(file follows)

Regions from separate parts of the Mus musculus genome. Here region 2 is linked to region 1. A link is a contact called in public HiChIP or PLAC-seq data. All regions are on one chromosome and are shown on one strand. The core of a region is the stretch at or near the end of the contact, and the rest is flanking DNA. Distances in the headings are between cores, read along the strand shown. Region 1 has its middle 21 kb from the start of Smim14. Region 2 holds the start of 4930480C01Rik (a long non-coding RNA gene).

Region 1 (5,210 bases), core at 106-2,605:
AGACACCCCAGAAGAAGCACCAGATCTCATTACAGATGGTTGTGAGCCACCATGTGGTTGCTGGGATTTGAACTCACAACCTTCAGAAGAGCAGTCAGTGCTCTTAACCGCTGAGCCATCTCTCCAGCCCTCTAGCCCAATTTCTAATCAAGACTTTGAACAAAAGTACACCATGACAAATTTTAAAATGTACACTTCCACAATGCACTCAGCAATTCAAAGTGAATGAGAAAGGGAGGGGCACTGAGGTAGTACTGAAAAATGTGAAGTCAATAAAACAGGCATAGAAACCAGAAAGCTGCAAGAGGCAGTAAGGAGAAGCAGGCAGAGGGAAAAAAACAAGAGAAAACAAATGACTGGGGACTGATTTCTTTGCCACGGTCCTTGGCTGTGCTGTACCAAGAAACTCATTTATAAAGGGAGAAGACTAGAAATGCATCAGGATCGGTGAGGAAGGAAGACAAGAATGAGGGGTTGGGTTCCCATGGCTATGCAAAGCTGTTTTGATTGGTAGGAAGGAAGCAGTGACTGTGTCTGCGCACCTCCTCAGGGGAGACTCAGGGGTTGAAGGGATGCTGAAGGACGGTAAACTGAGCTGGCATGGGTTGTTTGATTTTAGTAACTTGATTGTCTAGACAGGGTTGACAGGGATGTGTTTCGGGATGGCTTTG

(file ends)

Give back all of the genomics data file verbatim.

Regions from separate parts of the Mus musculus genome. Here region 2 is linked to region 1. A link is a contact called in public HiChIP or PLAC-seq data. All regions are on one chromosome and are shown on one strand. The core of a region is the stretch at or near the end of the contact, and the rest is flanking DNA. Distances in the headings are between cores, read along the strand shown. Region 1 has its middle 21 kb from the start of Smim14. Region 2 holds the start of 4930480C01Rik (a long non-coding RNA gene).

Region 1 (5,210 bases), core at 106-2,605:
AGACACCCCAGAAGAAGCACCAGATCTCATTACAGATGGTTGTGAGCCACCATGTGGTTGCTGGGATTTGAACTCACAACCTTCAGAAGAGCAGTCAGTGCTCTTAACCGCTGAGCCATCTCTCCAGCCCTCTAGCCCAATTTCTAATCAAGACTTTGAACAAAAGTACACCATGACAAATTTTAAAATGTACACTTCCACAATGCACTCAGCAATTCAAAGTGAATGAGAAAGGGAGGGGCACTGAGGTAGTACTGAAAAATGTGAAGTCAATAAAACAGGCATAGAAACCAGAAAGCTGCAAGAGGCAGTAAGGAGAAGCAGGCAGAGGGAAAAAAACAAGAGAAAACAAATGACTGGGGACTGATTTCTTTGCCACGGTCCTTGGCTGTGCTGTACCAAGAAACTCATTTATAAAGGGAGAAGACTAGAAATGCATCAGGATCGGTGAGGAAGGAAGACAAGAATGAGGGGTTGGGTTCCCATGGCTATGCAAAGCTGTTTTGATTGGTAGGAAGGAAGCAGTGACTGTGTCTGCGCACCTCCTCAGGGGAGACTCAGGGGTTGAAGGGATGCTGAAGGACGGTAAACTGAGCTGGCATGGGTTGTTTGATTTTAGTAACTTGATTGTCTAGACAGGGTTGACAGGGATGTGTTTCGGGATGGCTTTG